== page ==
Just how bad were industry flows in February and what is in store for March? While few analysts would dispute that industry flows were significantly down in February from the previous month, the answer to both questions can vary as widely as the information sources used to answer them.
Overall, industry flows amounted to $142 billion, down $111.6 billion from January's $253 billion, according to the Investment Company Institute of Washington, D.C. Stock funds hit a two-year record in outflows, losing $9.9 billion, according to the ICI.
However, on March 21, eight days before the ICI reported its figures, Lipper of Summit, N.J. announced that equity fund outflows for February were a record high of $11.4 billion. The following day it issued a correction, stating it had miscalculated the figure by $9 billion dollars because "an incorrectly entered asset amount" threw the number off, according to Lipper.
Although Lipper's error was due to a miscalculation, it highlights the differences in how firms report flows. While the ICI reports flows based on actual sales and redemption activity provided by over 8,000 funds, third party firms' figures are estimates based on funds' monthly assets.
Some firms calculate flows by using changes in funds' monthly assets minus performance while other firms that publish flows on a more frequent basis use a sample of a certain funds' assets to issue their estimates, according to Donald Cassidy, senior analyst with Lipper of Summit, N.J.
Regardless of methodology, no-one's calculated flows are exact and all firms' estimates deviate at least slightly from the ICI's figures. On good months, Lipper will get within a billion dollars of the ICI's flow figure and if the number deviates by more than $4 billion, it is considered a bad month, Cassidy said. But what third party data collection firms' flow reports lack in accuracy, they make up for in detail, according to Cassidy. Whereas the ICI categorizes flows in five broad categories, the data collection firms break down flows into investment categories, fund types and by the largest fund firms.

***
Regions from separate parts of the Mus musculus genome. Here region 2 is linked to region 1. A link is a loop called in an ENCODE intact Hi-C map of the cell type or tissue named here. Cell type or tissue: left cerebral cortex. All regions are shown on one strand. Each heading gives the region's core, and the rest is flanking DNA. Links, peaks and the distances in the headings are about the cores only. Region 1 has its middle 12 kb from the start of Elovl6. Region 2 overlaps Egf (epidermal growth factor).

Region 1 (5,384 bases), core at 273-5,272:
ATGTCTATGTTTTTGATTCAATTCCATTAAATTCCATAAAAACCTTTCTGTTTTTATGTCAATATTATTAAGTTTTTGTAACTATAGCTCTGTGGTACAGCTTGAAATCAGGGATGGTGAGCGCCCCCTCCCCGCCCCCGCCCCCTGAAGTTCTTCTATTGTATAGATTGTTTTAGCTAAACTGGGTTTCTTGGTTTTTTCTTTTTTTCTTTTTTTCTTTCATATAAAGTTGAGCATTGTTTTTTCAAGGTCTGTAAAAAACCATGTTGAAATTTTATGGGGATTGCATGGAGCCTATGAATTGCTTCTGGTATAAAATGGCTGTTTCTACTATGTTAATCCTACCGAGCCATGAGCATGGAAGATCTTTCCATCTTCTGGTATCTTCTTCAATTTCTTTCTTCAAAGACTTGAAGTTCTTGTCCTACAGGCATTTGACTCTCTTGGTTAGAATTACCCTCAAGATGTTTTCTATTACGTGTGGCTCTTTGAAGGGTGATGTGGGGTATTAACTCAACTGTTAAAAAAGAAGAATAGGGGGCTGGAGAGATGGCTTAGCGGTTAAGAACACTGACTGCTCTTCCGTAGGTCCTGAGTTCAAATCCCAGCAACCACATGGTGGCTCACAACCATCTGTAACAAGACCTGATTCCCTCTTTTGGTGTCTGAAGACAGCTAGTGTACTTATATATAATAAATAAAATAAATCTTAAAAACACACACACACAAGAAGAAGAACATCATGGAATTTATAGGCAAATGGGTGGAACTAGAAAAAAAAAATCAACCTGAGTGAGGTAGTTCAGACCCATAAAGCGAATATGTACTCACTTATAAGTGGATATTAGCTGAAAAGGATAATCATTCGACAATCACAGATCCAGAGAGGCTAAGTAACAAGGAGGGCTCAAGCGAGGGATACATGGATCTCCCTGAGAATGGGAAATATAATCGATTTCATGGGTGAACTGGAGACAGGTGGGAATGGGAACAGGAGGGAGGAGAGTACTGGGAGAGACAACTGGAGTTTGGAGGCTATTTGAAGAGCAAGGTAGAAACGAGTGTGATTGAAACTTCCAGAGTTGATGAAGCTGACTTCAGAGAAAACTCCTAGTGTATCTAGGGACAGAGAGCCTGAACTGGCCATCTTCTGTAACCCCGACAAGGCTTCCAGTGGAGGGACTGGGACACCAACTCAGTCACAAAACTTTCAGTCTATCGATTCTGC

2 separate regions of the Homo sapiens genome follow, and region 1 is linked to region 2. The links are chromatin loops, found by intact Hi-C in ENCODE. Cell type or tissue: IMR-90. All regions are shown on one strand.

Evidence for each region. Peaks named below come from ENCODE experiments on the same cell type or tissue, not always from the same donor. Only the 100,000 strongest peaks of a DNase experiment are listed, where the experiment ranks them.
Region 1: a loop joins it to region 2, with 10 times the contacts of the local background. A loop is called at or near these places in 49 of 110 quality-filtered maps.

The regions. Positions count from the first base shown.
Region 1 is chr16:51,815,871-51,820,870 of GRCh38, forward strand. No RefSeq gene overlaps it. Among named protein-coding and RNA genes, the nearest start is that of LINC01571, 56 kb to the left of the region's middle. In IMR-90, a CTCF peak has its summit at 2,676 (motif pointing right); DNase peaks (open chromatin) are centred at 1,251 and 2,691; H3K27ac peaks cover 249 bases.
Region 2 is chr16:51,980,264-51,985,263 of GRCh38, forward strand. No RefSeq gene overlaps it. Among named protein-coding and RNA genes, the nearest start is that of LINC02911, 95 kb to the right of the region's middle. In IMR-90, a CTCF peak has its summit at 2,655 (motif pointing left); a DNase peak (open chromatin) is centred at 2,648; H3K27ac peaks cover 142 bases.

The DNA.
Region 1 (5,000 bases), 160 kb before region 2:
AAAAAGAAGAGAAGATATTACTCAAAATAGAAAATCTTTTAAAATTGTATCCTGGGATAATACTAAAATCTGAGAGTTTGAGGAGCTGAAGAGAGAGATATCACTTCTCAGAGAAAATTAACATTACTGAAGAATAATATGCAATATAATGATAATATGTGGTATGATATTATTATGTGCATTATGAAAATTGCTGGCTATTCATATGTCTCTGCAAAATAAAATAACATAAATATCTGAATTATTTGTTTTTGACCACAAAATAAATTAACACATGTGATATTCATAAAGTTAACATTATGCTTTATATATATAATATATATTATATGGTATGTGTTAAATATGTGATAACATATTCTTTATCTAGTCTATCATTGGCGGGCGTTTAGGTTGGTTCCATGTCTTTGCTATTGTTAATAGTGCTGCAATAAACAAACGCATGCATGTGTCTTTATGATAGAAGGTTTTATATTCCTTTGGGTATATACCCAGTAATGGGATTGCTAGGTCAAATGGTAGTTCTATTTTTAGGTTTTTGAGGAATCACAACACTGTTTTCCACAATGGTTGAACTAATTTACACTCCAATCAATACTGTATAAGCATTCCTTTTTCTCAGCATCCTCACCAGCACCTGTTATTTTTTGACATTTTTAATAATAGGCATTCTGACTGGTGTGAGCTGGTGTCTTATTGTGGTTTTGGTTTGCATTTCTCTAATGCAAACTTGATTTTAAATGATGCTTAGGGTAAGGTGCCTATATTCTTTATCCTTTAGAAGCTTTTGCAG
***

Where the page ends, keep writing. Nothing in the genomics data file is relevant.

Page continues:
Detailed flow reports can give the industry and investors a better idea of trends taking place within various fund sectors, said Chris Cavanaugh, an analyst with FRC.
"The ICI provides top level data and we'll break it down further for people," he said. That gives a more accurate view of what is actually going on in a particular category of funds, he said.
"Large growth fund flows were down in February but value was up and looking at just equity or stock, you wouldn't get that," he said.
But comparing the accuracy of two firms' flow estimates is virtually impossible because each firm uses proprietary reporting methods and presents data a little differently, Cassidy said. For instance, Lipper reports equity fund flows while the ICI reports stock fund flows, he said. Lipper's equity fund category includes mixed equity while the ICI breaks out mixed equity, or hybrid funds, into a separate category, Cassidy said.
The diverse methodologies of tracking flows in turn leads to diversity among analysts' reactions to February's flows and predictions about March flows. While flows were down from January, the important figure to note in February was the rate of redemptions which has been stable in the past few months, said Avi Nachmany, director of research with Strategic Insight of New York.
"The market has been absolutely terrible and you look at the number of people changing their investments and it's the same," he said. Investors are not redeeming their fund shares but rather waiting to invest money, Nachmany said.
"The level of new purchases declined sharply by 30 percent in February," he said. Declining markets are fueling investors' hesitance, but there is "no evidence of people running for the gates," he said.
In contrast, Cassidy believes the level of new purchases will continue to decline and the pace of redemptions will rise.
"I think it would be very surprising if the new numbers didn't set a record for outflows," he said.